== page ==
By Vasilis Papoutsis, LA Correspondent


In an event that was dedicated to the late iconic community leader Aris Anagnos at the LMU Caloyeras Center for Modern Greek Studies, former Governor of Massachusetts and the 1988 Democratic Presidential nominee Michael Dukakis’ held a conversation with community members and students but his comments began with an alarming assessment.

“I am just not seeing enough young Greek-Americans getting involved in the political process these days,” the Governor said and argued that the Greek American community and the American society, in general, will benefit a great deal by the involvement of young people in public service. “I came along at a time when John Brademas was our hero. I went to law school with Paul Sarbanes who served with distinction in the US Senate for 30 years; and his son John, who is terrific, is now in Congress.” John Brademas was the first Greek-American member of Congress and he served as Majority Whip of the Congress for the Democratic Party from 1977 to 1981. After his remarkable public service career came to an end he became the 13th President of the New York University and chairman of the Federal Reserve Bank of New York. Brademas was just one of those Greek Americans who served with distinction it the US Congress, Olympia Snowe and Paul Tsongas were among others.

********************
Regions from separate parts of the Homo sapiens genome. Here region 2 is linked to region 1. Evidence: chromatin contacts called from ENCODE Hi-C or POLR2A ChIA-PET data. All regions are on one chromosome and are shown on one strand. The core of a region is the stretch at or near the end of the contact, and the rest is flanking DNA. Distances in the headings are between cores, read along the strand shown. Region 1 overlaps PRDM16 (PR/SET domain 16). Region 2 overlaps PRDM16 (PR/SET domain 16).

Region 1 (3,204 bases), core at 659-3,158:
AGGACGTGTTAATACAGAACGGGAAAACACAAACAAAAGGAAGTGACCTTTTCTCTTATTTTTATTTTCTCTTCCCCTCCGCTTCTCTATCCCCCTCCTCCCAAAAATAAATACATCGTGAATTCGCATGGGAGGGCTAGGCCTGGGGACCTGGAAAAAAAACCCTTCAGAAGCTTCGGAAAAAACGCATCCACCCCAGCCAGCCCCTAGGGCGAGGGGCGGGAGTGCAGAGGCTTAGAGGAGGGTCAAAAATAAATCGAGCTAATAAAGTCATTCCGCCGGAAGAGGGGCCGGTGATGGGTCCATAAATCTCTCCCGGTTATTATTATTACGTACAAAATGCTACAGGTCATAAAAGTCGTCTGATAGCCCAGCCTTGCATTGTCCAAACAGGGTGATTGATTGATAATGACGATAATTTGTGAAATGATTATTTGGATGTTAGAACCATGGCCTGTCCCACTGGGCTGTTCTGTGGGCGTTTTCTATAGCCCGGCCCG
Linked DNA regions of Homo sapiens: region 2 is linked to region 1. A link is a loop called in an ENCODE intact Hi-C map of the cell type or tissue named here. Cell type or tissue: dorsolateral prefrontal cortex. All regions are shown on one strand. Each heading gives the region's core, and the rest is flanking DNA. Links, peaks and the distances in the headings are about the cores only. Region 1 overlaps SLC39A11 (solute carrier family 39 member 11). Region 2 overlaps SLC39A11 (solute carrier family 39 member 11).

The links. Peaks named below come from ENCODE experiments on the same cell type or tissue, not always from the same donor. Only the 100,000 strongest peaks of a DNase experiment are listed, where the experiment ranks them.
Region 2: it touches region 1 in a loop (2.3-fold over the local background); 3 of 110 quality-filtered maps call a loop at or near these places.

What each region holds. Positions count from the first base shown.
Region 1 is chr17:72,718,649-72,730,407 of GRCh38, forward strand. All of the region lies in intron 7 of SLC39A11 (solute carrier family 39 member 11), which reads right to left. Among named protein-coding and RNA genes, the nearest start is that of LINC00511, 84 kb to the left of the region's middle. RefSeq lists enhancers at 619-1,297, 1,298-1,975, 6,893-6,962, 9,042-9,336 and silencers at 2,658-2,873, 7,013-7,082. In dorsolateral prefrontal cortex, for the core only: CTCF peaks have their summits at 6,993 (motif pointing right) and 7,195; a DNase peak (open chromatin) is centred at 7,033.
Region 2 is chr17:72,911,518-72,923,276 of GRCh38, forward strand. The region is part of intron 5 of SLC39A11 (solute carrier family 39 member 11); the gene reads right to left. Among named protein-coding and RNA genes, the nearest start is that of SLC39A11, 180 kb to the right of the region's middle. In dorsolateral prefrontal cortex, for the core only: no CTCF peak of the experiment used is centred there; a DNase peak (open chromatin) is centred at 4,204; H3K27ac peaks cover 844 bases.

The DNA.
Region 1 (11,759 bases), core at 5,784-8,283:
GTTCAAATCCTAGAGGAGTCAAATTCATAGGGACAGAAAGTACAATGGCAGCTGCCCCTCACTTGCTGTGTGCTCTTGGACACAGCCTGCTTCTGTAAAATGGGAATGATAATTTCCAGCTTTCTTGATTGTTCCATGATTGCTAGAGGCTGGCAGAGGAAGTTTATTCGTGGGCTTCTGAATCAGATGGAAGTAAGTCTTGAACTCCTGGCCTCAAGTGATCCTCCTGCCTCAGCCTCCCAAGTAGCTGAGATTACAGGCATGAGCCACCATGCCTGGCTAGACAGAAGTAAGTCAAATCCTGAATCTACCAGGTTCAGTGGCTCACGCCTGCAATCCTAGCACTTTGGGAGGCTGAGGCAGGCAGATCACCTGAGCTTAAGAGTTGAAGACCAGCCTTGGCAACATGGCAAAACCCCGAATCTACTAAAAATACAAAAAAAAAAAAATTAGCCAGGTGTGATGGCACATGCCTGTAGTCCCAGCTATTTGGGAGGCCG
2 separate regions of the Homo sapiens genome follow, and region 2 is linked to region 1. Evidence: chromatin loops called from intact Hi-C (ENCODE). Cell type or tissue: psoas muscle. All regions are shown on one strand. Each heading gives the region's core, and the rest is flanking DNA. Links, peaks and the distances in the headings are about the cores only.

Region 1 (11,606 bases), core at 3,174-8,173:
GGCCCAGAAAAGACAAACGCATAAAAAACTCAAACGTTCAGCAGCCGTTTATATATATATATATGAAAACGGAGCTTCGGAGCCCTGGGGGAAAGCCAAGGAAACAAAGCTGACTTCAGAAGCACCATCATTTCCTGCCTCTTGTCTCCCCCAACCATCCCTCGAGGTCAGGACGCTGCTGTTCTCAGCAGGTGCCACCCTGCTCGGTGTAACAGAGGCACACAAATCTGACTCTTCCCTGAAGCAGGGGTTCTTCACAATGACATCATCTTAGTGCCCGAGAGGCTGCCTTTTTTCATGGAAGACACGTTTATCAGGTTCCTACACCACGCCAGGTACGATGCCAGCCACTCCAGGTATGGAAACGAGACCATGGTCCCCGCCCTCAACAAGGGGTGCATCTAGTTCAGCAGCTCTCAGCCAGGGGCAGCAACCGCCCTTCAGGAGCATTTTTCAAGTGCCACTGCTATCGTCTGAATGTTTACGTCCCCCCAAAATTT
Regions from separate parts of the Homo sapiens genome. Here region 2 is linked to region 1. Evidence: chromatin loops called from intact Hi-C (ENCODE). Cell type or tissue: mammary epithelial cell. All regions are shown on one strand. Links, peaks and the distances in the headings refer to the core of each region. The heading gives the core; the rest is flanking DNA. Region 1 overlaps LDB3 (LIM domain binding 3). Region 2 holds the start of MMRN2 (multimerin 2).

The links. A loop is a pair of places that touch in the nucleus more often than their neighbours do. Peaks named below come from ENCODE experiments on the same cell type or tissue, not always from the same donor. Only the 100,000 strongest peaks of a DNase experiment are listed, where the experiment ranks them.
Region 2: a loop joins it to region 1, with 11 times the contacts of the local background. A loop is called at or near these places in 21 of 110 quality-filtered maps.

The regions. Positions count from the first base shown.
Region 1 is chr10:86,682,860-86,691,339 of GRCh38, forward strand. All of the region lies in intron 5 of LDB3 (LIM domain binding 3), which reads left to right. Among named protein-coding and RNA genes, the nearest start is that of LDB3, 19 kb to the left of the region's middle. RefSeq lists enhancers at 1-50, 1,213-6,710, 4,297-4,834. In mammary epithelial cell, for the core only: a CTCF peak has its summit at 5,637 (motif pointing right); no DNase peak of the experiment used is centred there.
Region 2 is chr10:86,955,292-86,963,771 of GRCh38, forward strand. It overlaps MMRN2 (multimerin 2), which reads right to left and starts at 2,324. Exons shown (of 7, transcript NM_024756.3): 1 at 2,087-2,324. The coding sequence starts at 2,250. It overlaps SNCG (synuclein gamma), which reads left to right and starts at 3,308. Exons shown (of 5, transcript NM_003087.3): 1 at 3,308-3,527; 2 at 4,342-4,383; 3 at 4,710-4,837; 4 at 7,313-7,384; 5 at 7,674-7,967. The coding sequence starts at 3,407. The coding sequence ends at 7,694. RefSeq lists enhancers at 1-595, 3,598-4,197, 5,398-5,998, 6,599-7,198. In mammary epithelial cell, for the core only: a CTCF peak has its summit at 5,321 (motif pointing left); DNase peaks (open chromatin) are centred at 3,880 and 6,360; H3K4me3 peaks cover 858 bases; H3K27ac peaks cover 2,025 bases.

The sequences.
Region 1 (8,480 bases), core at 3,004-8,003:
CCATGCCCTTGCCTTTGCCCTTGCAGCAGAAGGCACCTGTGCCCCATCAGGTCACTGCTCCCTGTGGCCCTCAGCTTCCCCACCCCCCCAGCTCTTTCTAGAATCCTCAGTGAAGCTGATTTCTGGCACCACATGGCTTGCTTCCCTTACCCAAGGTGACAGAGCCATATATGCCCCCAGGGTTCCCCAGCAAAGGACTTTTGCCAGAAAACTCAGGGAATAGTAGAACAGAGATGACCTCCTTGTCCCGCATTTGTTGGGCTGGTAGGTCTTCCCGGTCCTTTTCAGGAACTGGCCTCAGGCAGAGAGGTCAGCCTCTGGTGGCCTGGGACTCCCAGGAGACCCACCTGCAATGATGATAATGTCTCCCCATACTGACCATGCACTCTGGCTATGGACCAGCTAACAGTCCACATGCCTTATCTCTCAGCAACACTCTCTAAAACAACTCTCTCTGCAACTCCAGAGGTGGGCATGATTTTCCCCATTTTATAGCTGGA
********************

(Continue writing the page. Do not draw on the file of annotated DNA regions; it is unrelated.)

Governor Dukakis is probably the most successful Greek American Governor and the only one to run for President of the United States as the Democratic nominee. He is a strong believer of prominent Greek statesman during Athens’s Golden Age, Pericles’ principals who said the Athenian citizens are expected to be deeply and actively involved in the political life of the city. Dukakis made a point to emphasize that those who were not involved were called “ιδιωτες” a word that translates to “private citizen”, a self-centered individual that chooses not to contribute to the greater good. He also emphasized that the English word idiot derives from that same Greek word “ιδιωτης.’’ Governor Dukakis is very proud of what Greek Americans and other immigrants or first-generation Americans have accomplished and he said that “It’s awfully important to stand up and remind our fellow Americans of the immigrant contributions made to this country and that without those contributions the country would be a shadow of what it is today. Especially in the face of what we are experiencing today” the Governor said without mentioning by name the Trump administration. In particular, he praised two of those Greek Americans Peter Caloyeras the founder of the LMU Caloyeras Center for Modern Greek Studies and Aris Anagnos, a co-founder of The Caloyeras Center and one of the principal founders of the American Hellenic Council. “Those two men were extraordinary Greek Americans who I’d like to think are representing a lot of us, who either immigrated to this country, or are the children of immigrants and did great things, in many, many ways. That is why one thing that drives me nuts…it’s this anti-immigrant business.” Anagnos and Caloyeras were both very successful businessmen who felt that they needed to help others achieve their dreams and dedicated their fortune and leadership towards that purpose.